Skilling has concluded that where New Zealand has fallen short is in labour productivity per hour. Recent NZ Institute data demonstrates New Zealand has the lowest labour output per hour among these same 20 OECD countries.
As result, New Zealand employers cannot justify or afford higher salaries without first investing in productivity measures to make that labour more productive. So, in the near term, staff expectations will exceed employers’ ability to pay.
The benefits picture is under pressure as well. Over the past 10 years, Sheffield has seen steady cashing up of benefits. In 1996 for example, 68 percent of organisations offered superannuation schemes. Today, 47 percent do.
According to the 2006 Sheffield Bene-fits Survey, in 2005, 72 percent of organisations provided motor vehicles to employees and 58 percent provided medical insurance. In 2006 the incidence of motor vehicles dropped to 62 percent and medical insurance also declined, showing 50 percent incidence.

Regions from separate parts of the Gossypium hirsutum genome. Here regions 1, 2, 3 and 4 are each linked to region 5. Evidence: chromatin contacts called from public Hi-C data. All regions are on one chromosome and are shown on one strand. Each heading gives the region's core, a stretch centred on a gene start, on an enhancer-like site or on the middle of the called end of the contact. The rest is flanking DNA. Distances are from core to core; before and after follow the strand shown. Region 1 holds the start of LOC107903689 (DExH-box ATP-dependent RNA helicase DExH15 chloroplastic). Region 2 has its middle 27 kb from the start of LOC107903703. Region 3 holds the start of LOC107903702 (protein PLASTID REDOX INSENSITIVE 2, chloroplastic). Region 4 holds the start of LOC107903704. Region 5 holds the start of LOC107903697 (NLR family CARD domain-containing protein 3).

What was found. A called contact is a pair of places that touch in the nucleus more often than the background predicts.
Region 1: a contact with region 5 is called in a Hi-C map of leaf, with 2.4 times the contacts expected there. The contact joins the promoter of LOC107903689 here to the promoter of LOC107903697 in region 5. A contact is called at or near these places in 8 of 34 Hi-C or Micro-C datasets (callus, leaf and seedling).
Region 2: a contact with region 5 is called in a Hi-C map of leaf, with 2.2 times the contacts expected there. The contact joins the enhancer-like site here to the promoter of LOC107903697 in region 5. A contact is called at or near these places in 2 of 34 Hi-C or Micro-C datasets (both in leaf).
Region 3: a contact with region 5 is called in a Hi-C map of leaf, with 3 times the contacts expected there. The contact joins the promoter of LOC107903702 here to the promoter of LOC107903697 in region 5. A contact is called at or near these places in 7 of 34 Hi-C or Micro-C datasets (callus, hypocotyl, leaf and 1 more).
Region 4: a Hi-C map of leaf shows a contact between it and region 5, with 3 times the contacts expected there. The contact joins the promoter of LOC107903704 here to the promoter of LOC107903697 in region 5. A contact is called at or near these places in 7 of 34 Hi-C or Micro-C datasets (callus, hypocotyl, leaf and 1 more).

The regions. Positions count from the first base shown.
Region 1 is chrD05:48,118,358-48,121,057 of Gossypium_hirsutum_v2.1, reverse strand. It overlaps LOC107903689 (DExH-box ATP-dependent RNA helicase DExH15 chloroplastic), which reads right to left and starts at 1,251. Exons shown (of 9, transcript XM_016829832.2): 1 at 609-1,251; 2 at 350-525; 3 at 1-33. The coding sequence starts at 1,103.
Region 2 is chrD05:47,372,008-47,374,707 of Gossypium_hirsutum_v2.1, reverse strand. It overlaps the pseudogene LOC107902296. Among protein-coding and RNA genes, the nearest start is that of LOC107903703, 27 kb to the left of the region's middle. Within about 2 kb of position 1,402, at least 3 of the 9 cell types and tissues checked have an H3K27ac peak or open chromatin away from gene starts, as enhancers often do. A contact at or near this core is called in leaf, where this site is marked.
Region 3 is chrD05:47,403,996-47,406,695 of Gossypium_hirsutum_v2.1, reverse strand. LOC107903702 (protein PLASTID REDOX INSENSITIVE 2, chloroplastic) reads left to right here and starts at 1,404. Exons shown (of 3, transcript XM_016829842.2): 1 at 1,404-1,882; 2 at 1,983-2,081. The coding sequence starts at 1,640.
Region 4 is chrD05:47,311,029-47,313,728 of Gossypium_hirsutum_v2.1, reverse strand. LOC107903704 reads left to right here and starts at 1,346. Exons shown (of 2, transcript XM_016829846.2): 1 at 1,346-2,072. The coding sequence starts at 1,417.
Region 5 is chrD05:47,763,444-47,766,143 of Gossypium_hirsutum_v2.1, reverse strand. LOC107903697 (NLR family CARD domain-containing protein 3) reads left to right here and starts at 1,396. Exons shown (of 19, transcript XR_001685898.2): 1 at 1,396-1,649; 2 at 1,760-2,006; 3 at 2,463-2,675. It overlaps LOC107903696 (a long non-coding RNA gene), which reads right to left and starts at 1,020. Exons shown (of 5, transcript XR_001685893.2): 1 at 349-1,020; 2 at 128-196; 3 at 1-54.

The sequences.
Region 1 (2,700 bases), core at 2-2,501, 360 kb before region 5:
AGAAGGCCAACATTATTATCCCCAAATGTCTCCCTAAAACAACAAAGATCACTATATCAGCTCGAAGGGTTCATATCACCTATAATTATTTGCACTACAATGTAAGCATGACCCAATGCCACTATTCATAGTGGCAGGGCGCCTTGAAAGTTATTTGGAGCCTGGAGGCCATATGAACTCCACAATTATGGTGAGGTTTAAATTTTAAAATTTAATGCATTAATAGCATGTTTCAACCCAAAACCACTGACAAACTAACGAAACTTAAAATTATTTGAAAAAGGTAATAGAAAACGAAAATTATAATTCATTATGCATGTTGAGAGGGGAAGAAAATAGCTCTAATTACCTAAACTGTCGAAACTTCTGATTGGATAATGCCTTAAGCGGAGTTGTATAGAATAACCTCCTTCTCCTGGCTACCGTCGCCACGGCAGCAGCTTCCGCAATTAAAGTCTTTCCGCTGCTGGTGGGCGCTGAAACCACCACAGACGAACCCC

The only benefit with steady growth has been telecommunications benefits such as mobile phones and laptops which are offered by over 95 percent of businesses.
Although motor vehicles and vehicle allowances have trended down steadily, as employers cash up the benefit and eliminate the administrative costs and hassles, in 2005, we noted an uptick in the incidence of vehicles (leased or purchased) for senior managers, rising from 73 percent to 80 percent of surveyed organisations. In our view, vehicles are high value, high emotion, high status benefit which is very tough to eliminate when retention of key executives is so critical. Providing vehicle may be an effective strategy for retaining valued manager.
There are two big benefit issues on the horizon in 2007. First, the Holidays Act moves minimum annual leave from three to four weeks on 1 April 2007. Will employers now offering four weeks move to five for key staff? For executives only? At this stage, many businesses have adopted wait-and-see attitude to this high cost issue. Nobody is anxious to lead the market; but nobody wants to be the last. Recent newspaper articles note that Telecom has flatly ruled out fifth week citing cost issues, whereas L’Oréal is adopting it as stated retention strategy. We expect this issue will be hotly debated at many businesses.